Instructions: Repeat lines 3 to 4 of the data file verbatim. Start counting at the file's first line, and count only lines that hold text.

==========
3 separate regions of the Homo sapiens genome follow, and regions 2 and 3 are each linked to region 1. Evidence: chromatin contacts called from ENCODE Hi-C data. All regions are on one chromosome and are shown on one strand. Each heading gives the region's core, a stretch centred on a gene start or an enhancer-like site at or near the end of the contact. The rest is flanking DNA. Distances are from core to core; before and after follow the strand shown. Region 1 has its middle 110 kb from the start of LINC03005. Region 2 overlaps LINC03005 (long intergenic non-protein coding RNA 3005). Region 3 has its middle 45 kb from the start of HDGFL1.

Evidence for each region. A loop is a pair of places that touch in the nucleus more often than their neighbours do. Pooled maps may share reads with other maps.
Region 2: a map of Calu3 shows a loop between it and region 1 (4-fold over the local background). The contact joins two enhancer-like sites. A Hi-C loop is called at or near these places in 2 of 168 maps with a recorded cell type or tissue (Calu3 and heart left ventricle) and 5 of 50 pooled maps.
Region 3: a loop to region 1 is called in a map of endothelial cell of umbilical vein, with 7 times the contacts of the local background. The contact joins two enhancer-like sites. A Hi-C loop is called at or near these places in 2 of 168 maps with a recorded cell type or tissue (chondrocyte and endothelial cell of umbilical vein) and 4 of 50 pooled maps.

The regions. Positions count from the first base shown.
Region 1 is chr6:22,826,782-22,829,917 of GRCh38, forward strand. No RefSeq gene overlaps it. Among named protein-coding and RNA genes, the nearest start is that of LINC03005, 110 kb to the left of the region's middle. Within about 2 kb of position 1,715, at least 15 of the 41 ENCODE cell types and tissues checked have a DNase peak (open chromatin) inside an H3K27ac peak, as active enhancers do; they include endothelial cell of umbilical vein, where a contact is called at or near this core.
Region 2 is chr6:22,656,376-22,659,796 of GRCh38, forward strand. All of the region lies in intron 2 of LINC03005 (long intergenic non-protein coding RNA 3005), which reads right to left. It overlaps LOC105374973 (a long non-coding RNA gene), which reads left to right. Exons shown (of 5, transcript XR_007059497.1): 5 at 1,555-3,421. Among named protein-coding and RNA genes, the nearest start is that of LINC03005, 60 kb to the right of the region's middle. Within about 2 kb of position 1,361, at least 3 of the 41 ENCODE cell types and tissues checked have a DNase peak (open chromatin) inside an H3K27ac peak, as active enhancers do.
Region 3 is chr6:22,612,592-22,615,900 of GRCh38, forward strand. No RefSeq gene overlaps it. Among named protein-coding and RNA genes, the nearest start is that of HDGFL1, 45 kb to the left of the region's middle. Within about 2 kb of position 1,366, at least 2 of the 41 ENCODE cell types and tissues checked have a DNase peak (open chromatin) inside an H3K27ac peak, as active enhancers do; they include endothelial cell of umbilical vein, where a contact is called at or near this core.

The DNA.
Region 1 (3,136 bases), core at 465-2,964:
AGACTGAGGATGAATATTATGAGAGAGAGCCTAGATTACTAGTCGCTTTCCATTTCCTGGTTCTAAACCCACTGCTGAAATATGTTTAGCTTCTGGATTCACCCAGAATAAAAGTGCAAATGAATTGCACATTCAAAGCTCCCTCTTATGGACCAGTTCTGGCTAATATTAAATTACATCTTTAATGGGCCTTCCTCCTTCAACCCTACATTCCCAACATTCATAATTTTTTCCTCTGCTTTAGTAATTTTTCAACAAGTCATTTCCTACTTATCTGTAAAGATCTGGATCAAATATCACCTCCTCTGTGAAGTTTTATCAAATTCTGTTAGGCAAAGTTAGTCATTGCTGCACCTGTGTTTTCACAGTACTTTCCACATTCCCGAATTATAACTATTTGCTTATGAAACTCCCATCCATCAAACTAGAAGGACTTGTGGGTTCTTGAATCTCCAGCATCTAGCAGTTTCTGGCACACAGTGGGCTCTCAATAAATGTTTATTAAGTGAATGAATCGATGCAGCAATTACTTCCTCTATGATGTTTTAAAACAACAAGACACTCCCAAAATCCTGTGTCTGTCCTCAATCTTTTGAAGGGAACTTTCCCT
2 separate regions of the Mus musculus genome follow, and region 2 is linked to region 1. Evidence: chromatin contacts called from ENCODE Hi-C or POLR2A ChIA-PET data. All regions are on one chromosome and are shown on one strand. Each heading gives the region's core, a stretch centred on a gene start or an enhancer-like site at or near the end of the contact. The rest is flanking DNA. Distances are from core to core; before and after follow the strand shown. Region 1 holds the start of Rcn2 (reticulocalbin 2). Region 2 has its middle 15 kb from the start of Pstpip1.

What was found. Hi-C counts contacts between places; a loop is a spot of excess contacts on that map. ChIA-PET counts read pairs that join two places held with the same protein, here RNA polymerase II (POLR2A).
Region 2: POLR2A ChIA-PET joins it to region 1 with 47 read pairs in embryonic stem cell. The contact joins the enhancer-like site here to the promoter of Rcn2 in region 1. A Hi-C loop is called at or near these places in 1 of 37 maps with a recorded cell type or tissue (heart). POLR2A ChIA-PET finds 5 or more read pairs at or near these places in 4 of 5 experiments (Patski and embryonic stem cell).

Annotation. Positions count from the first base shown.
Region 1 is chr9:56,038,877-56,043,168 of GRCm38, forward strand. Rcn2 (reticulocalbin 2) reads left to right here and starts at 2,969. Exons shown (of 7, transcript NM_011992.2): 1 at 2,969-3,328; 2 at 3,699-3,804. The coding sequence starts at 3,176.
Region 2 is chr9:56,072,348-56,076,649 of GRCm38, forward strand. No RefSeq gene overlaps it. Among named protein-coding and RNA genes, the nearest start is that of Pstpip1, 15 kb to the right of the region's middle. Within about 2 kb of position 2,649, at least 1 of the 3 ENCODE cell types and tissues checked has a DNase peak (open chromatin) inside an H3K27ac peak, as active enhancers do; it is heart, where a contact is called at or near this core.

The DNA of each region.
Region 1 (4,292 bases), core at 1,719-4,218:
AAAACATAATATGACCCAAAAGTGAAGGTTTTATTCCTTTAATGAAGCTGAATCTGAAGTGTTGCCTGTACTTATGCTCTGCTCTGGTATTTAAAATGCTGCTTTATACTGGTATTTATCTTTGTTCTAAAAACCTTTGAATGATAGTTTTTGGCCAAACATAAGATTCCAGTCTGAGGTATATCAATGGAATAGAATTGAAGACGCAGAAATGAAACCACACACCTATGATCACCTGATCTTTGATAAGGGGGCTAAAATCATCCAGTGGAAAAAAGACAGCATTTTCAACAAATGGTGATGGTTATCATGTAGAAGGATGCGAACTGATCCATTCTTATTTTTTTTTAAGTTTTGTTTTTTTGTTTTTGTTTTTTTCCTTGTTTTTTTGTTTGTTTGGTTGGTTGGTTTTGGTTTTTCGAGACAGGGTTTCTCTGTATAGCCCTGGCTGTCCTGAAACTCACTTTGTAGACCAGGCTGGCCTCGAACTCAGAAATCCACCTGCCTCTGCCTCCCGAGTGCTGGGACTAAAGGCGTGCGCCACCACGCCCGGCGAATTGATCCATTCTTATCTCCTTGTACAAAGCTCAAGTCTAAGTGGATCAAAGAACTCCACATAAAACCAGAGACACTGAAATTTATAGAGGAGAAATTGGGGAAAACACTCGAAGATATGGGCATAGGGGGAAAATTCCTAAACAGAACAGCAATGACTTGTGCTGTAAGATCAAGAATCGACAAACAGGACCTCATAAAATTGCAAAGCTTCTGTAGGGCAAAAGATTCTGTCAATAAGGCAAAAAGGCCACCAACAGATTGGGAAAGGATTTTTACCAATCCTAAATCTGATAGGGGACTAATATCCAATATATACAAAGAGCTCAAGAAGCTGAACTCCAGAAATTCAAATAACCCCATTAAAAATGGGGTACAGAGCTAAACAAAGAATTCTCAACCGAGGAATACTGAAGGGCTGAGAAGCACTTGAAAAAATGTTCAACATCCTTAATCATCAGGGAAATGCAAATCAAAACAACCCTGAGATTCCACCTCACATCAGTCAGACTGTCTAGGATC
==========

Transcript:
Region 2: a map of Calu3 shows a loop between it and region 1 (4-fold over the local background). The contact joins two enhancer-like sites. A Hi-C loop is called at or near these places in 2 of 168 maps with a recorded cell type or tissue (Calu3 and heart left ventricle) and 5 of 50 pooled maps.
Region 3: a loop to region 1 is called in a map of endothelial cell of umbilical vein, with 7 times the contacts of the local background. The contact joins two enhancer-like sites. A Hi-C loop is called at or near these places in 2 of 168 maps with a recorded cell type or tissue (chondrocyte and endothelial cell of umbilical vein) and 4 of 50 pooled maps.